Lucie Rie - Shape & Space: A New Ceramic Presence London Thursday, October 4, 2018 | Phillips

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  • Provenance

    Fischer Fine Art, London
    Acquired from the above by the present owner in 1985

  • Literature

    Tony Birks, Lucie Rie, Catrine, 2009, p. 217 (a similar example illustrated)

  • Catalogue Essay

    Lucie Rie's Late Bowls

    Lucie Rie’s pots became more decorative by the 1970s, concentrating more on one-off pieces, and placing less emphasis on the functional tablewares that gave her some financial stability in the 1950s and 60s. She began to concentrate more on her bottles, vases, and bowls, alongside occasional domestic orders, shapes she would refine and perfect as ‘pots for the house', as she stated her intention back in Vienna in the 1930s. But now in her later years, the demand for everyday functional items was in decline, due in part to market forces. Better industrially-produced tablewares were eclipsing studio sales amongst potters. In addition, the emerging gallery culture for ceramics encouraged the making of more special exhibition pots, and Rie was by 1970 a world famous potter, with a recent show at the Museum Boijmans Van Beuningen in Rotterdam and an Arts Council retrospective in 1967 to her credit. An O.B.E. was awarded the following year, the first of such honours.

    In the last two decades of her life Lucie Rie was able to consolidate her interest in colour, concentrating on some of the vivid glazes she was formulating in the 1950s and 60s; rich bronzes, brilliant yellows and pinks, greens, and luminous blues. As the critic and curator Margot Coatts wrote of her later work, she was dealing more in 'abstract elements', focusing on and refining her most characteristic forms, and ones which could have a considerable sculptural presence. They also revealed a potter able to enjoy herself on more expansive pieces, and this bowl from 1985 (first exhibited at Fischer Fine Art) shows Rie at her richest and most elemental. Generously flared, with a typically deep foot, she used a smooth luminous blue frosted glaze on both interior and exterior, and with a manganese / copper bronze band around the rim, this generously bleeding into the base glaze like a rain cloud washing into a blue sky. Such objects express the fundamentals of the potter’s art; containment, volume and space, and the 'latent energy' (as the potter Joanna Constantinidis called it) of something having risen organically, expanding on the wheel. As the critic Herbert Read wrote in 1931, 'Pottery is pure art; it is art freed from any imitative intention. Sculpture, to which it is most nearly related, had from the first an imitative intention, and is perhaps to that extent less free for the expression of the will to form than pottery; pottery is plastic art in its most abstract essence'. This bowl epitomises this quality of pure abstraction.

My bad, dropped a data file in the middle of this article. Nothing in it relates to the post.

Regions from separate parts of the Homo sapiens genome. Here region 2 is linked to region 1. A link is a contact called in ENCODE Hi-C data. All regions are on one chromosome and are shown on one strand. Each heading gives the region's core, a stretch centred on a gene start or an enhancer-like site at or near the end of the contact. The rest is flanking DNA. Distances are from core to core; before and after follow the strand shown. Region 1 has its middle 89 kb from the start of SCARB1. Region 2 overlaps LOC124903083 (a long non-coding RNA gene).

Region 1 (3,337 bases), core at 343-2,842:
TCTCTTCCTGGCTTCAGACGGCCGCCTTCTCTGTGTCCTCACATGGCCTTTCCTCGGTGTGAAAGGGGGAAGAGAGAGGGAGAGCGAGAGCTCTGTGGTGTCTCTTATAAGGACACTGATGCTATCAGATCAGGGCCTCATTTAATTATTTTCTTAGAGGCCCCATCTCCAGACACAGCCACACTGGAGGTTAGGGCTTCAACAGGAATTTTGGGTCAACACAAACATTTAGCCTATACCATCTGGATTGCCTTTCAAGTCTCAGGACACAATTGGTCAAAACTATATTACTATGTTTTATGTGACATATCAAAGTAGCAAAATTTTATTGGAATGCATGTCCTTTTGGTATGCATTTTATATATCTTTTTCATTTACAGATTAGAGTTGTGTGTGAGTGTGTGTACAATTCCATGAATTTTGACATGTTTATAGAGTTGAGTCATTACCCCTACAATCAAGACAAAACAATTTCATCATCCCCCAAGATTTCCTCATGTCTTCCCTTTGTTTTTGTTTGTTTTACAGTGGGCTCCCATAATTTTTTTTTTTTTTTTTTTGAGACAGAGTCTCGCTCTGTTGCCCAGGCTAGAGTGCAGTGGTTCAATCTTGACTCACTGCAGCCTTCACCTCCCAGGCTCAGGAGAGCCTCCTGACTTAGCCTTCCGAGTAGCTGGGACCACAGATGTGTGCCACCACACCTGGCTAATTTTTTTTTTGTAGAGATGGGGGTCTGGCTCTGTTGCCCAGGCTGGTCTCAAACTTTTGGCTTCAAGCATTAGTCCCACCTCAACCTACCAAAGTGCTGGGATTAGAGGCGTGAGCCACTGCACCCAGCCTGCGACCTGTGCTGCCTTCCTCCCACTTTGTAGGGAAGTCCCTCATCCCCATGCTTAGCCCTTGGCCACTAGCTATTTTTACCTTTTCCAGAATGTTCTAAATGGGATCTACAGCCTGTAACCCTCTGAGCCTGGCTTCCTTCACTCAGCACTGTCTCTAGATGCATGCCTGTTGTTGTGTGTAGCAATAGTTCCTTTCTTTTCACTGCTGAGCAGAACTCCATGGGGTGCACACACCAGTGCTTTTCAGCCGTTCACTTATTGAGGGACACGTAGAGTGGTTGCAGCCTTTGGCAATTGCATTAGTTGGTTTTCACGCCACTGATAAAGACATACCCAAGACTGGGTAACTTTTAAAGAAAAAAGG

It is little wonder that such apparently simple shapes by Rie connected visually with twentieth-century art and architecture, the abstract colour fields of Mark Rothko and Barnett Newman, and the building forms of Ludwig Mies van de Rohe and Alvar Aalto. This is the context in which her work is often seen, and reminds us that Rie’s provenance was after all that of a Viennese modernist, someone who was well versed in contemporary art and the legacy of functionalist building and design. The luminous colour combinations she used on her pots, such as the present work, have an almost baroque sensuality; Lucie Rie at her most opulent, and connecting again with the Jugendstil influences of the city of her birth. But they relate to the earliest bowl shapes as well, for example the prehistoric pots she admired at Avebury, and to Chinese classical forms, all assimilated into her own unmistakable language.

    -David Whiting

  • Artist Biography

    Lucie Rie

    Austrian • 1902 - 1995

    Dame Lucie Rie studied under Michael Powolny at the Kunstgewerbeschule in Vienna before immigrating to London in 1938. In London she started out making buttons for the fashion industry before producing austere, sparsely decorated tableware that caught the attention of modernist interior decorators. Eventually she hit her stride with the pitch-perfect footed bowls and flared vases for which she is best-known today. She worked in porcelain and stoneware, applying glaze directly to the unfired body and firing only once. She limited decoration to incised lines, subtle spirals and golden manganese lips, allowing the beauty of her thin-walled vessels to shine through. In contrast with the rustic pots of English ceramicist Bernard Leach, who is considered an heir to the Arts and Crafts movement, collectors and scholars revere Rie for creating pottery that was in dialogue with the design and architecture of European Modernism.

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Property from a Private Collection, Santa Monica, California

61

Footed bowl

impressed with artist's seal
stoneware, matt blue glaze with golden manganese lip
diameter 18.2 cm (7 1/8 in.)
Executed in 1985.

Estimate
£40,000 - 60,000 

Sold for £50,000

Contact Specialist
Meaghan Roddy
Senior International Specialist, Head of Sale
+1 267 221 9152 [email protected]

Henry Highley
Specialist, Head of Sale
+ 44 20 7318 4061 [email protected]

Shape & Space: A New Ceramic Presence

London Auction 5 October 2018